It will also force you into having a SERIOUS conversation with your kid, especially if they are still fairly young teens who roll eyes and think you're a moron.
Really, the conversation should happen with either gender. Because let's face it, people are crazy. There are predators everywhere who have no moral compass, which is why they are predators in the first place.
It's a quick read that does get your heart thumping in places.
I think everybody can relate to that rush of first love when you're a teenager, and it was exciting to follow along with Thea as she gets involved with this charming boy she meets online... and also agonizing as it starts to take a turn for the worse.
Anybody who likes some suspense would enjoy this book, and it's also a good read because of it's frighteningly realistic story
That Thea baulks at the strictness does not surprise, although she does so in a fairly passive-aggressive way. She does not run away or stay out late partying or date thugs or get caught having sex in the basement. In fact, Thea's push back starts off fairly innocently: she begins playing a computer game, an online Dungeons and Dragons, Minecraft-type experience that entails playing with and against other combatants with whom she can chat and strategize. Before long, the game becomes an addiction. She foregoes school, homework, and friends, preferring to escape to her virtual world.
If this sounds like an episode of Dateline, you wouldn't be too far off.
Thea forges a particularly close relationship with fellow player Kit, an older teen who lives in South Carolina. He confides some of his family drama in her, and Thea begins to believe that she found a kindred soul of sorts. They both feel misunderstood by their families, and each desperately seeks a connection with someone who does understand.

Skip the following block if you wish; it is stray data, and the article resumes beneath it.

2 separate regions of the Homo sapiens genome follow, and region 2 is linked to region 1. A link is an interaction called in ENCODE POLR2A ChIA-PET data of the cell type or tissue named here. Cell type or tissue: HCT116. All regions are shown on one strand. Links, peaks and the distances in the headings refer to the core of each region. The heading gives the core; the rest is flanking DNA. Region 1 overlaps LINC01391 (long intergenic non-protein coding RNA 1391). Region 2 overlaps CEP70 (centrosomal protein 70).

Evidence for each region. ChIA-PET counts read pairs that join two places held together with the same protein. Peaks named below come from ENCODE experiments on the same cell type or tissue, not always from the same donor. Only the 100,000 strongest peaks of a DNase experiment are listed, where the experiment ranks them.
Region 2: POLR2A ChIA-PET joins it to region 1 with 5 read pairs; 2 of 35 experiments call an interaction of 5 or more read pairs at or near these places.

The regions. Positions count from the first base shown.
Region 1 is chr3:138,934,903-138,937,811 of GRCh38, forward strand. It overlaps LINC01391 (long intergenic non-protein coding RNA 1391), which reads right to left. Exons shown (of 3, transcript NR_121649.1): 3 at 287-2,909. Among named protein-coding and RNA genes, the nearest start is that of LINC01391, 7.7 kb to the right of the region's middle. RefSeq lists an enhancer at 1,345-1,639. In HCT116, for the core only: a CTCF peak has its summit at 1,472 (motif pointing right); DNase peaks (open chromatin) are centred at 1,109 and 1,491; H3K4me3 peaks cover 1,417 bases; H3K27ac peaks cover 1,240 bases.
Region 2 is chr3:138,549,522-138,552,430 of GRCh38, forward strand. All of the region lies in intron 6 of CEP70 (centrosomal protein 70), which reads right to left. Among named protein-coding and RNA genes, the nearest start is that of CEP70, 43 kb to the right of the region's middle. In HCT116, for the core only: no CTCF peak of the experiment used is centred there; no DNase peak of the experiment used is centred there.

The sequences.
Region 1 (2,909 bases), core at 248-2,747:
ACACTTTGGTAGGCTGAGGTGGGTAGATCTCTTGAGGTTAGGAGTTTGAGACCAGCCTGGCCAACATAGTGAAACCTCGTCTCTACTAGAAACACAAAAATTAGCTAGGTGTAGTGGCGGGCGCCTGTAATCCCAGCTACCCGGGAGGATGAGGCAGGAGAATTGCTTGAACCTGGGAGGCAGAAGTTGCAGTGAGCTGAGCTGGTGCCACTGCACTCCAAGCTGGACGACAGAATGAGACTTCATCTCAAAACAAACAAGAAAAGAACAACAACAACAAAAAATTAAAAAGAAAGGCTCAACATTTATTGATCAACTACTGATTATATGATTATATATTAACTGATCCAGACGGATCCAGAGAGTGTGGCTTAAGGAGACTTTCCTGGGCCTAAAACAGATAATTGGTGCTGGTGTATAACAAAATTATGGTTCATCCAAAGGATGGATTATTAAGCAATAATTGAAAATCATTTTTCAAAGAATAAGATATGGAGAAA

Thea's need for this relationship becomes so intense that it drowns out the voices of reason and sensibility that caution her to pay attention to discrepancies, to listen to her instincts. She acknowledges to herself that there are things about Kit that concern her, but she then willfully ignores them. It will frustrate you as a reader, because one minute she's worried or horrified, and the next she's making excuses and rationalizing.
The important thing to remember is that Thea is a young, teenaged girl who has been sheltered and protected by her parents. She lacks the life experience to know that she absolutely must listen to her gut, not understanding that just because you want something to be true does not mean that it is.
The book is fast-paced and interesting, although at times it feels repetitive. It seems like Thea has the same conversations several times with her mother and her friends. There also is a sub-plot involving a friend that feels a bit unnecessary. The ending, I suspect, is intended to give the sensation of a movie chase sequence, yet it is resolved almost too easily.
This is the sort of book that will keep parents up for days, full of worry every time their child plays a computer game. Reading it with a teen or tween undoubtedly will inspire some interesting family discussions.
Published on VoxLibris.net
The author has a solid grasp of what it is like to be a teenage girl with all the emotional ups and downs, the frustrations and tears and the joys and sorrows of friendship and family. Thea frustrated me at times, but what teenager isn't frustrating? I found the conversations between Kit and Thea a little cutesy, but I'm old and I only have teenage boys at my house. What I really appreciated was Kelly's exploration into how Kit, by his words alone, groomed Thea into pulling away from family and friends who obviously cared about her and her well being.
YA is not my normal genre, but occasionally I find a YA novel that reaches out, grabs me and doesn't let go. Who R U Really? did just that. I read this book in one evening and I was anxious to find out Kit's identity. I had my suspicions from the beginning but there were enough twists and turns that the story kept me enthralled until the end.
A fantastic debut novel and I look forward to more from Margo Kelly. This would make a terrific book group discussion for teens and young adults, as well as simply to promote a dialogue between parents and children about Internet safety.
I received a complimentary copy for review. My opinions are my own.